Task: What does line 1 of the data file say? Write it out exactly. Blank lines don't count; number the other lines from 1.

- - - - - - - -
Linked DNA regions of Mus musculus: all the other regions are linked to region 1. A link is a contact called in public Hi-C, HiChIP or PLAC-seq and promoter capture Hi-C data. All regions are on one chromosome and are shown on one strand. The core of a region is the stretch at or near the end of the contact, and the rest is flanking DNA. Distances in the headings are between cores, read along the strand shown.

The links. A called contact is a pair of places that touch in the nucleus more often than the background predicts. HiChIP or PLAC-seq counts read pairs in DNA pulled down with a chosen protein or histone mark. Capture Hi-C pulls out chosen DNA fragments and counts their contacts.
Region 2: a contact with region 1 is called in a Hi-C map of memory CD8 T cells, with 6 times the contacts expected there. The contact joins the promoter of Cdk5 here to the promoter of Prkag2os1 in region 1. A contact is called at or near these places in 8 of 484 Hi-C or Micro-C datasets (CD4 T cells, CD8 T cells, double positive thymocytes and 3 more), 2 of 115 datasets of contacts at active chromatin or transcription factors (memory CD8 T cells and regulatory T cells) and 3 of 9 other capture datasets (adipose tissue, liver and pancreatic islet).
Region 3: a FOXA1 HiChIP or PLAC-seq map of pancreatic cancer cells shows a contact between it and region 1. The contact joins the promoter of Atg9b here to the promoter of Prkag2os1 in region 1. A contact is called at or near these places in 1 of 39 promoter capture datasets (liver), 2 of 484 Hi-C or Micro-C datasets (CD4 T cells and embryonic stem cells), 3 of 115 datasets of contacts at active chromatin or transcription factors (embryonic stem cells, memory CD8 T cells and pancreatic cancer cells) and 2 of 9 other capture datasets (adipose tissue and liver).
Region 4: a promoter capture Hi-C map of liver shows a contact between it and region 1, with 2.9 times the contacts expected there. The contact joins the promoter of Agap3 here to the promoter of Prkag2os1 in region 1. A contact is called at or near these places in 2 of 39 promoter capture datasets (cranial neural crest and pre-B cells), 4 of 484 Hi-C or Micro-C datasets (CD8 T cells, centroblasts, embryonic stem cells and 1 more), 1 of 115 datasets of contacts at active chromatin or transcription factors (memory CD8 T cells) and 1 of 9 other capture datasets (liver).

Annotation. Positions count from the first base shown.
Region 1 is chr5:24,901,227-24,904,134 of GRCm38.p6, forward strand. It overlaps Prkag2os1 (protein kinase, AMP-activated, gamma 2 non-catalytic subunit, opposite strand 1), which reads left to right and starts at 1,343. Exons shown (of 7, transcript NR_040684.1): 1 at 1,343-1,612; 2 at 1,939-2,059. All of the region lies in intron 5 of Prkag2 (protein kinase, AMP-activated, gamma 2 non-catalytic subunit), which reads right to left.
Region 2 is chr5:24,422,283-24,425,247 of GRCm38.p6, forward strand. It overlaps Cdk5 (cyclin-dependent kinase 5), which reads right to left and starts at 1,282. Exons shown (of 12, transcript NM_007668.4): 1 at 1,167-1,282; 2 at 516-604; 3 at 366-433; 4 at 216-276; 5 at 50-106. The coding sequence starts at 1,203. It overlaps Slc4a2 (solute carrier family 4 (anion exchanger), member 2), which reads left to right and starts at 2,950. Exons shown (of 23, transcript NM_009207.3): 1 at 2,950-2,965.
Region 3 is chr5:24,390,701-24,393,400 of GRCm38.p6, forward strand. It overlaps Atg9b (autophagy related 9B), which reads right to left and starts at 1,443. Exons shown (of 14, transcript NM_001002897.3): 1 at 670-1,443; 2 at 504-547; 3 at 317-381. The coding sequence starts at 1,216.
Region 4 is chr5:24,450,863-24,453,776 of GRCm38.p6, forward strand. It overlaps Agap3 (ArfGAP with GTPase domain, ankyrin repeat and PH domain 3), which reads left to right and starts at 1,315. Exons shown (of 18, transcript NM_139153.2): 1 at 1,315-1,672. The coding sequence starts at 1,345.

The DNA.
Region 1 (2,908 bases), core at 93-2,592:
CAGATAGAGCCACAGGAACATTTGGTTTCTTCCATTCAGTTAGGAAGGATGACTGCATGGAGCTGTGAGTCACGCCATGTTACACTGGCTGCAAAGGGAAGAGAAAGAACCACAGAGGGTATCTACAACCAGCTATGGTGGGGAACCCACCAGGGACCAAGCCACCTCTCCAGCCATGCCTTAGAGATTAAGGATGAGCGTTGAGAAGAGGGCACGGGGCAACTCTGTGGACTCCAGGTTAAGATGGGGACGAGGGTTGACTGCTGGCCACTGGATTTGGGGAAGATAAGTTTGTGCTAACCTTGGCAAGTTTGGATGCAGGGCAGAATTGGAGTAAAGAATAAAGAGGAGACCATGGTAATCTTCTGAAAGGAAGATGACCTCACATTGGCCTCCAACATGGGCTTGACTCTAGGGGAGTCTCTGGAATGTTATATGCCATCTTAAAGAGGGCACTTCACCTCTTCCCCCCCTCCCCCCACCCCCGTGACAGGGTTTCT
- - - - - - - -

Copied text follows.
Linked DNA regions of Mus musculus: all the other regions are linked to region 1. A link is a contact called in public Hi-C, HiChIP or PLAC-seq and promoter capture Hi-C data. All regions are on one chromosome and are shown on one strand. The core of a region is the stretch at or near the end of the contact, and the rest is flanking DNA. Distances in the headings are between cores, read along the strand shown.